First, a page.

Abraham had to wait another twenty-five years before he got a son. When he was one hundred years old, Abraham’s wife gave birth to a son, Isaac. Thus, through Isaac, the promise God had given to Abraham could now be fulfilled (Genesis 17:1517; 21:1-3). In this way, after waiting patiently, Abraham received what was promised (verse 15).

Then God again tested Abraham’s faith. He told Abraham to offer his son Isaac as a sacrifice. That is, God told Abraham to kill this son, for whom he had patiently waited for so long! So Abraham, obeying, made preparations for the sacrifice. Then, when God had seen Abraham’s faith and obedience, He at the last moment stopped Abraham from killing his son (see Genesis 22:114). And at that time God repeated the promise He had given to Abraham earlier (Genesis 22:15-18). But this time when God made the promise, he swore by himself, “I will surely bless you and give you many descendants” (verse 14). The writer here quotes from Genesis 22:16-17.

16-17 God’s word is certain. But here God has confirmed His word or promise with an oath (verse 17). Therefore, God has made His promise to Abraham even more certain! Why did God confirm His promise with an oath? The reason is this: He wanted to make … his purpose clear to the heirs of what was promised. And who are the heirs of what was promised? It is we, who believe in Christ. We are the true spiritual heirs of Abraham through faith (Galatians 3:7,9). The promise that God gave to Abraham is now given to us. We who believe in Christ have been made God’s people, God’s family. And we shall obtain our full inheritance in heaven.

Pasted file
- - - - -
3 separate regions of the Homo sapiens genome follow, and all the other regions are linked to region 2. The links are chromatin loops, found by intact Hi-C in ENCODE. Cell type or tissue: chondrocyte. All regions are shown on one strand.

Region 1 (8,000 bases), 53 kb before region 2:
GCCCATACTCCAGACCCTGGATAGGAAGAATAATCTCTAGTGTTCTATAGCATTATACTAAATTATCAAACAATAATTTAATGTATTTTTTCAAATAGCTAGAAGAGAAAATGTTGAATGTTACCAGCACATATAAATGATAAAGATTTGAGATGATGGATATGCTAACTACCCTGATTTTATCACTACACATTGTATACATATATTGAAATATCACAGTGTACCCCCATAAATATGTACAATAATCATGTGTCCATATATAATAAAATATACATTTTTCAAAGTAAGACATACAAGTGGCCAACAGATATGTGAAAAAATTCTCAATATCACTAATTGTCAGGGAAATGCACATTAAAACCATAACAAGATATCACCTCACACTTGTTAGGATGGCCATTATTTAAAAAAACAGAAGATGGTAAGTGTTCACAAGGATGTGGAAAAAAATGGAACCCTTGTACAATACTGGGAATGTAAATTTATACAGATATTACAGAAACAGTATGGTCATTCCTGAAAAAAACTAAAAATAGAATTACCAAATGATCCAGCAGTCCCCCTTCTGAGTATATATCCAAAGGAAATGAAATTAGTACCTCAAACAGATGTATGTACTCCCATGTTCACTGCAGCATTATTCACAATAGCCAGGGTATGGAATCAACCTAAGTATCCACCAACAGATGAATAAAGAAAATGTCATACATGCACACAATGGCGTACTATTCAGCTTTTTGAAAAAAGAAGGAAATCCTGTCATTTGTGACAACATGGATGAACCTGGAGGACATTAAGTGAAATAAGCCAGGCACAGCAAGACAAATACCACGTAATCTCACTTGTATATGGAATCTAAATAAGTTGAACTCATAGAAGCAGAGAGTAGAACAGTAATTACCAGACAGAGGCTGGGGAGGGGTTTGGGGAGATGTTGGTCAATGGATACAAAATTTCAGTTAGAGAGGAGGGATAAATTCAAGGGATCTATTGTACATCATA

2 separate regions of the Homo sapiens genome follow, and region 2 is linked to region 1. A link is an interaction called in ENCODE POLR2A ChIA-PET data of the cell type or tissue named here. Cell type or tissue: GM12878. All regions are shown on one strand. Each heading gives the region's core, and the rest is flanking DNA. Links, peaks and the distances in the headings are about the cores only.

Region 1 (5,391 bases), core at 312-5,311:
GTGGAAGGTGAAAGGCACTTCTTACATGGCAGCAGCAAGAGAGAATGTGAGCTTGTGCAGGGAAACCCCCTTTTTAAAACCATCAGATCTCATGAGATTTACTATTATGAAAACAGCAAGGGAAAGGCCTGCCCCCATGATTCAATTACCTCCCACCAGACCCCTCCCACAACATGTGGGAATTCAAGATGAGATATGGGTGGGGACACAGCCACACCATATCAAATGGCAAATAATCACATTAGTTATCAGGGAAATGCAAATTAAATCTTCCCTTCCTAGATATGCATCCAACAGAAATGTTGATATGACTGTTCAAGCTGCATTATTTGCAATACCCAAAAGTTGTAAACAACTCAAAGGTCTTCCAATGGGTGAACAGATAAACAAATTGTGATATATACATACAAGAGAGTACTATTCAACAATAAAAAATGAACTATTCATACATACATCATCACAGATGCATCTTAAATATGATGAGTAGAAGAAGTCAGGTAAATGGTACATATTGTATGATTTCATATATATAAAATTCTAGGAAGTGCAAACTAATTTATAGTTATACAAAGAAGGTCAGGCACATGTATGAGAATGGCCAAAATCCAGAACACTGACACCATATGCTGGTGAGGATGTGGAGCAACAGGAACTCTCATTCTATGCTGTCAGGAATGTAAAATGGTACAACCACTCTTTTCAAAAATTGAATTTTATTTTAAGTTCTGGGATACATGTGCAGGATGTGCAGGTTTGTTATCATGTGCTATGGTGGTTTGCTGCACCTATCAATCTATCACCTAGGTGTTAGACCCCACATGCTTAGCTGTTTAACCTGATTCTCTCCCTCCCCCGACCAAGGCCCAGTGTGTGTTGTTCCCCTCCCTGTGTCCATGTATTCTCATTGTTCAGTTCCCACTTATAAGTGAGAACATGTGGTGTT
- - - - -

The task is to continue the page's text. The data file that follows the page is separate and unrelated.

18 We who have fled—fled from evil, from Satan—can take hold of the hope offered to us. That hope is the hope we have of receiving an inheritance in heaven as Abraham’s spiritual heirs. We can take hold of that hope with complete faith. That hope is firm and secure (verse 19), because it has been confirmed by two unchangeable things—namely, God’s word and God’s oath. Therefore, we can be greatly encouraged.

19 In the midst of trials and troubles—even when death is near—we can take hold of this hope. Our hope is firm and secure in God; it is like an anchor.

The writer says here that our hope enters the inner sanctuary behind the curtain—that is, the place where God is. This inner sanctuary was an inner room in the Jewish tabernacle or temple13 (Hebrews 9:1-3), where the Jews believed God dwelled. Once each year the high priest would enter this room to make atonement for the sins ofthe people in the presence of God (Hebrews 9:7). Thus, when the writer of Hebrews says that our hope enters the inner sanctuary, he means that our hope is fixed on God Himself.

20 Jesus, on our behalf, has gone before us and entered this inner sanctuary—that is, heaven. He has ascended into heaven into the presence of God to make atonement for our sins. Jesus has become our true and permanent high priest in the order of Melchizedek (Hebrews 5:6,10). Jesus is the high priest on whom our hope is fixed. Jesus is the King, the Son of God, through whom the promise of God to Abraham has been fulfilled. Jesus is our forerunner, our leader, who has gone into heaven before us. He has opened the way for us to enter into the very presence of God (see Hebrews 10:19-22).